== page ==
Published on 25/06/2012
South African daffodils may hold the key to successfully treating depression.
Compounds ound in Daffodils can penetrate the blood brain barrier
The blood brain barrier is a defensive wall that keeps the brain isolated from the rest of the body. This barrier is a major problem for doctors treating brain conditions like depression, as it contains proteins which push drugs out as soon as they get in.
Research has shown that nine in ten compounds are unable to penetrate the brain.
But scientists from the University of Copenhagen have found that compounds from several South African daffodils are able to pass through the blood brain barrier.
Writing in the Journal of Pharmacy and Pharmacology, researchers stated that compounds found in plant species Crinum and Cyrtanthus- akin to snowdrops and daffodils- could eventually be used to help deliver drugs to the brain.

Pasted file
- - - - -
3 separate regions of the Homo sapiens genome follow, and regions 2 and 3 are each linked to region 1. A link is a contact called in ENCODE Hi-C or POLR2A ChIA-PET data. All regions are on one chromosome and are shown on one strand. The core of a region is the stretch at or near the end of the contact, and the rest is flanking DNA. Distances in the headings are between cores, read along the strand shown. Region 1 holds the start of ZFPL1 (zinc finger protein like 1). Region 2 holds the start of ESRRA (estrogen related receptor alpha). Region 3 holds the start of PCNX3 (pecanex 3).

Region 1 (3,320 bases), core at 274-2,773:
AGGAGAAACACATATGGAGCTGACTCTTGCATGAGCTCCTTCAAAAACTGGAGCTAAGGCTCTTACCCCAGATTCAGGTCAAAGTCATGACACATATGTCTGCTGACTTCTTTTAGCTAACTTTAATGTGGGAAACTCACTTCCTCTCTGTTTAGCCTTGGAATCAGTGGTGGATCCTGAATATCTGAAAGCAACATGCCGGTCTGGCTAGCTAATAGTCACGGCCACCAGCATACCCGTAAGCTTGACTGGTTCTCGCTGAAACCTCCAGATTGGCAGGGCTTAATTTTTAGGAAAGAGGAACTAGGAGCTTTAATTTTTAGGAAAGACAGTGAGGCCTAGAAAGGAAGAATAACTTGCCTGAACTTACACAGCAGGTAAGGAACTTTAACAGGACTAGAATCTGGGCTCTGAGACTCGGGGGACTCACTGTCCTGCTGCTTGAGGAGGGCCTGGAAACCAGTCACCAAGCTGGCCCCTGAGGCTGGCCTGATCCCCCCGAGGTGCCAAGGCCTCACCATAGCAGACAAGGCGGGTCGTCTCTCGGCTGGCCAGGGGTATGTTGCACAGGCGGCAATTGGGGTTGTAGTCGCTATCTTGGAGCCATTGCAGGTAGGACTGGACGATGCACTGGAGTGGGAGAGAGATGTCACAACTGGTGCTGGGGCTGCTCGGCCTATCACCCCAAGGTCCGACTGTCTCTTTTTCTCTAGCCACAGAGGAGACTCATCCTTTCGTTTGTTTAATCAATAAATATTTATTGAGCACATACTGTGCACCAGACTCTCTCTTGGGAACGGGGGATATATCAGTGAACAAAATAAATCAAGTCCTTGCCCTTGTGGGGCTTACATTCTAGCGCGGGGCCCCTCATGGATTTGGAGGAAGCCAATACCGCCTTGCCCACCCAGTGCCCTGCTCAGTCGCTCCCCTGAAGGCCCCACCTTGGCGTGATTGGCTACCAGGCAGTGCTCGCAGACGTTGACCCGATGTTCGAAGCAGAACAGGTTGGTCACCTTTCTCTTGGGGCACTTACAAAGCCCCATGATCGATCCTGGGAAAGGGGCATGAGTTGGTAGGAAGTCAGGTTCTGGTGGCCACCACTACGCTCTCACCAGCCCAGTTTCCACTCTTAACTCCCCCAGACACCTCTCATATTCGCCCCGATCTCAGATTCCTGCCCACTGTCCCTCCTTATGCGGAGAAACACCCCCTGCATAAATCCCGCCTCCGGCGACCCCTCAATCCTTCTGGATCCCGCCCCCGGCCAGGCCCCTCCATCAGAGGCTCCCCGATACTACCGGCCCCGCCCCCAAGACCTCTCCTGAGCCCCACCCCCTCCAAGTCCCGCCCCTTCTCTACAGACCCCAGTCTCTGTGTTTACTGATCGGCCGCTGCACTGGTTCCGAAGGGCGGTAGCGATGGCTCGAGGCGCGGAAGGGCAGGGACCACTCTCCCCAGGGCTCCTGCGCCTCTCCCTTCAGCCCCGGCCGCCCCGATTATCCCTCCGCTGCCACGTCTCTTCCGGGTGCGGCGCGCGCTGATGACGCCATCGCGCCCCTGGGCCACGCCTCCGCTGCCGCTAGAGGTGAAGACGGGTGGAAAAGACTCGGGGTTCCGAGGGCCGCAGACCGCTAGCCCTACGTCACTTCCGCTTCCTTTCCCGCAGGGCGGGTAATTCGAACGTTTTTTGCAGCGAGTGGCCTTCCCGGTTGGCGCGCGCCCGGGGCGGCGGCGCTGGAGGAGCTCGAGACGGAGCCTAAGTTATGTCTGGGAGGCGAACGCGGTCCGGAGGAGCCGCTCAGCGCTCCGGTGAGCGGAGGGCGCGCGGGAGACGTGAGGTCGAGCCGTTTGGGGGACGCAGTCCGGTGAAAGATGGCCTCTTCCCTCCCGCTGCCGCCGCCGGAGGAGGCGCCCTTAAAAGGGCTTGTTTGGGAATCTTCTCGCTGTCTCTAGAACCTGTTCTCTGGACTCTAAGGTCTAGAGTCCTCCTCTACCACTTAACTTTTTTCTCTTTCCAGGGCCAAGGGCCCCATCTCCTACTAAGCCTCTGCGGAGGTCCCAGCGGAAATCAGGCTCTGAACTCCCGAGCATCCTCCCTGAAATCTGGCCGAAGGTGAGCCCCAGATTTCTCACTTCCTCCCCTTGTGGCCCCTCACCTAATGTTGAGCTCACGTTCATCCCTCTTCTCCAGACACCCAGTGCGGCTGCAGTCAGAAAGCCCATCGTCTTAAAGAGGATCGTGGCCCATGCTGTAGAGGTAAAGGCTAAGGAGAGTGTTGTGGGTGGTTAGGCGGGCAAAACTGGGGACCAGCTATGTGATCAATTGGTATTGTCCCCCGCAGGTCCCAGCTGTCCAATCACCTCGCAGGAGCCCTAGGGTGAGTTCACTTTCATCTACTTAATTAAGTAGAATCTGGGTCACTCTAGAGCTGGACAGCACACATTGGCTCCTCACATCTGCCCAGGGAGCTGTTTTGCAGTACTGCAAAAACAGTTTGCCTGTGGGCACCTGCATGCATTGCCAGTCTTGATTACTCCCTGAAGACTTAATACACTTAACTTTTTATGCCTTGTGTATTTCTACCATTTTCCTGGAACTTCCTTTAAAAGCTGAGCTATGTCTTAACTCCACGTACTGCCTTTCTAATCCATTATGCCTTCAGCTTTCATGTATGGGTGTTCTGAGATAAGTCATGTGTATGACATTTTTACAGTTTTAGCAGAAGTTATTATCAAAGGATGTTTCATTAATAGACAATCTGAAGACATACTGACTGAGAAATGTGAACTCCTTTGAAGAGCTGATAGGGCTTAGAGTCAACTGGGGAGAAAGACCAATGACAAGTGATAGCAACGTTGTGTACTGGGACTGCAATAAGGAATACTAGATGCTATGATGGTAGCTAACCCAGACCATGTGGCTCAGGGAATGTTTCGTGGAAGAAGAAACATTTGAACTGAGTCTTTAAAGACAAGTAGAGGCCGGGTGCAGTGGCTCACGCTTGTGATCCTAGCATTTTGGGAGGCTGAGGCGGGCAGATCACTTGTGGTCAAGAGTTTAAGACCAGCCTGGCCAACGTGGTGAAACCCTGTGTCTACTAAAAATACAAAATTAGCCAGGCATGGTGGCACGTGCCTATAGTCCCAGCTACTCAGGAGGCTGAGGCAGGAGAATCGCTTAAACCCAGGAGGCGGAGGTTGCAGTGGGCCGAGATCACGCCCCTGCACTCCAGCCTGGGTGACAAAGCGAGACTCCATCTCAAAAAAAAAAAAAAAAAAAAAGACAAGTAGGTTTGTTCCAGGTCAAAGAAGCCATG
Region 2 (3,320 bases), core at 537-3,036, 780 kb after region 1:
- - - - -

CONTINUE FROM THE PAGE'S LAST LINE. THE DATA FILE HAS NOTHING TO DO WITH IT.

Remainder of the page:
But Professor Birger Brodin said: ‘We examined various compounds for their influence on the transporter proteins in the brain.
‘Our results are promising, and several of the chemical compounds studied should therefore be tested further, as candidates for long-term drug development.’
But he warned the study was only the first stage, and it would be a long time before the compound could be developed into useable drugs.
If you want to be treated for depression privately, look for a health insurance policy with psychiatric cover.
© ActiveQuote Ltd. 2012Categories: Medical